River Seven, Yorkshire

A tale of two halves on the Seven


To the wild, top section of the Seven on Spaunton Moor on a chilly May morning but with no rain predicted. We’d had virtually non-stop rain two days ago but the water was eminently fishable, containing just a hint of copper.

My plan was to give the spiders another outing, so I tackled up the Burns 7.5ft 3wt, 4ft furled leader and about 5ft of tippet with a small black and peacock on the point and a partridge and orange on the dropper.

Well, the air was about 11C and the water felt cold. I didn’t see a single fish for the first hour and nothing was interested in the spiders. I was beginning to get a little disheartened. I switched the point fly to a small gold-headed hare’s ear to see if the extra depth might tempt something. Nothing doing.

I eventually spotted a small fish rising at the end of a long pool, but by the time I’d switched back to spiders the rises had stopped and despite comprehensively covering the water where the fish had been it had well and truly done a runner.

I then snagged my fly on a tree and a sharp tug left it there, together with the dropper. Bah. In desperation I stuck on a really meaty gold-headed hare’s ear, probably about size 12. Only about two feet of my tippet remained but through laziness I thought I’d give it a go in any event and started casting in any water that looked likely, like this:

By now I’d been fishing for the better part of two hours with zilch to show for it. But I saw the line twitch and pulled in a nice little trout:

So, the little tykes were hanging deep. I persisted with the short tippet and heavy fly and landed another couple of this sort of size:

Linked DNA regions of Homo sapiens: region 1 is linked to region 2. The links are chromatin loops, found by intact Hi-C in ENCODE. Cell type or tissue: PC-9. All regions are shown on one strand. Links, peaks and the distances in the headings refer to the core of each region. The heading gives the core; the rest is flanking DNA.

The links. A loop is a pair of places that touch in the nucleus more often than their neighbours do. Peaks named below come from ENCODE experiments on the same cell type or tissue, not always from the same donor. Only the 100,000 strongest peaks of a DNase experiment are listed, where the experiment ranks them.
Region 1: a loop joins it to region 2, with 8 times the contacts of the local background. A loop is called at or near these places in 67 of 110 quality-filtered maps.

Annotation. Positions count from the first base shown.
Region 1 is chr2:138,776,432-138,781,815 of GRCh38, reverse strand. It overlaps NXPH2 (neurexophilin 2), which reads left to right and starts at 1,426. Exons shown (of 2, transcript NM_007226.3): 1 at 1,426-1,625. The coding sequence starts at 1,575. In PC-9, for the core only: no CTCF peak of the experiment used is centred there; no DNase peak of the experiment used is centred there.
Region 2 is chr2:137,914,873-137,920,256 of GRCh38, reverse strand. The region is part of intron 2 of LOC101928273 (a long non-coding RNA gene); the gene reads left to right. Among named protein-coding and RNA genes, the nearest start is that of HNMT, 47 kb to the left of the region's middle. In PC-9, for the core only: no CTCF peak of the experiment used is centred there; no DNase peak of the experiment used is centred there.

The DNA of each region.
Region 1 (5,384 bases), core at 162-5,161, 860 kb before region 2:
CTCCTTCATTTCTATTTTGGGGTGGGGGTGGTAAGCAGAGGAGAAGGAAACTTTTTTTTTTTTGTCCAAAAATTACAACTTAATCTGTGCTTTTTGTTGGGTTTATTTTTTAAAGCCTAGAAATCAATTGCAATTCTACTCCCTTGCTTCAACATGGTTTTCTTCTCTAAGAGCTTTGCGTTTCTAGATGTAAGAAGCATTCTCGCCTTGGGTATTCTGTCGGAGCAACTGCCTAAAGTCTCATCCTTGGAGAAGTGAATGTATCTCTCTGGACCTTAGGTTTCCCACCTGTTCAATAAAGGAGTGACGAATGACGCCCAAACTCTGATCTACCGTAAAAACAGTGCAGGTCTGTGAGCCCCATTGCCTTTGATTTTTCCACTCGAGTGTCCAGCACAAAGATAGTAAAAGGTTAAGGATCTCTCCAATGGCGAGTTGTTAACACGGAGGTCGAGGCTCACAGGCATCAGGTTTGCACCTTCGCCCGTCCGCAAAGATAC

Well, I thought that I might as well at least try to do things properly, so I re-rigged with a five foot leader, 3mm tungsten-beaded hare’s ear on the point and smaller gold-head on the dropper. That did the trick. In water like this:

I started to regularly pick up fish like this:

and these, all on the dropper:

In the end not a bad day, with ten in all. No fish in the first two hours, double figures in the second two. It demonstrated something that I hadn’t really thought feasible, that short-line nymphing is perfectly possible with a short rod. I’d assumed you needed the full 10ft outfit etc etc, but no. Hmm, interesting.

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  1. Great report Simon, and well done! I see you are still using a furled leader. I am trying it for the first time this year( think one of your experiments encouraged me) and suitably impressed. Does not seem to spook the fish , either wet or dry. No doubt it helps casting into difficult spots with a 8ft rod. Similarly heavy nymphs , with sharp tugs now and then during the retrieve working well on the Rye.

    1. Thanks Ken. Yeah, I’m definitely a furlie convert. Looking forward to trying it on the lochs in Scourie next month.

  2. Nice Simon lovely colours in them, drop me your snail mail address & I will send you over a weight forward furled leader I developed and is doing well, it’s never off my line, may help you out up in scourie if you get a wee breeze.

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